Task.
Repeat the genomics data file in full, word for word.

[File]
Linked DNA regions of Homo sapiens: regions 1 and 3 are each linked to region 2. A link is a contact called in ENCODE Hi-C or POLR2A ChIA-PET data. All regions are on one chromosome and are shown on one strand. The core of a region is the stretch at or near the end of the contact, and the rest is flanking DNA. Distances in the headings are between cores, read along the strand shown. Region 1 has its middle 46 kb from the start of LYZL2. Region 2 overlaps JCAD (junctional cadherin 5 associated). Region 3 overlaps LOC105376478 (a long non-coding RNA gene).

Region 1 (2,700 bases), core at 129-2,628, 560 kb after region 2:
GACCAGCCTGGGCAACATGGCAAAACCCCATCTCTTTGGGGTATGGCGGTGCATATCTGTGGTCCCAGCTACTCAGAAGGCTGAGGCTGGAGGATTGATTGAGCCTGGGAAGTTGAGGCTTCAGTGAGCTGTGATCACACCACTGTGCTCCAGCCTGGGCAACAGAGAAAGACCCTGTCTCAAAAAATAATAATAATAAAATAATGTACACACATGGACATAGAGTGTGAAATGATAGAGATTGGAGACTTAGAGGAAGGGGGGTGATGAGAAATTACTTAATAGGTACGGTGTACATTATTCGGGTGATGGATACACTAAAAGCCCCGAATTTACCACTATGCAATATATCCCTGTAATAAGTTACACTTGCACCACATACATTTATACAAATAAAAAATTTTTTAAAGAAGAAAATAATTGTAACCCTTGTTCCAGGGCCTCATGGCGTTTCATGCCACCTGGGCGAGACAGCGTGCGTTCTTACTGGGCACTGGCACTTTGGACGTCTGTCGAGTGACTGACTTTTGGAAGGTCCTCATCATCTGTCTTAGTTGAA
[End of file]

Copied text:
Linked DNA regions of Homo sapiens: regions 1 and 3 are each linked to region 2. A link is a contact called in ENCODE Hi-C or POLR2A ChIA-PET data. All regions are on one chromosome and are shown on one strand. The core of a region is the stretch at or near the end of the contact, and the rest is flanking DNA. Distances in the headings are between cores, read along the strand shown. Region 1 has its middle 46 kb from the start of LYZL2. Region 2 overlaps JCAD (junctional cadherin 5 associated). Region 3 overlaps LOC105376478 (a long non-coding RNA gene).

Region 1 (2,700 bases), core at 129-2,628, 560 kb after region 2:
GACCAGCCTGGGCAACATGGCAAAACCCCATCTCTTTGGGGTATGGCGGTGCATATCTGTGGTCCCAGCTACTCAGAAGGCTGAGGCTGGAGGATTGATTGAGCCTGGGAAGTTGAGGCTTCAGTGAGCTGTGATCACACCACTGTGCTCCAGCCTGGGCAACAGAGAAAGACCCTGTCTCAAAAAATAATAATAATAAAATAATGTACACACATGGACATAGAGTGTGAAATGATAGAGATTGGAGACTTAGAGGAAGGGGGGTGATGAGAAATTACTTAATAGGTACGGTGTACATTATTCGGGTGATGGATACACTAAAAGCCCCGAATTTACCACTATGCAATATATCCCTGTAATAAGTTACACTTGCACCACATACATTTATACAAATAAAAAATTTTTTAAAGAAGAAAATAATTGTAACCCTTGTTCCAGGGCCTCATGGCGTTTCATGCCACCTGGGCGAGACAGCGTGCGTTCTTACTGGGCACTGGCACTTTGGACGTCTGTCGAGTGACTGACTTTTGGAAGGTCCTCATCATCTGTCTTAGTTGAA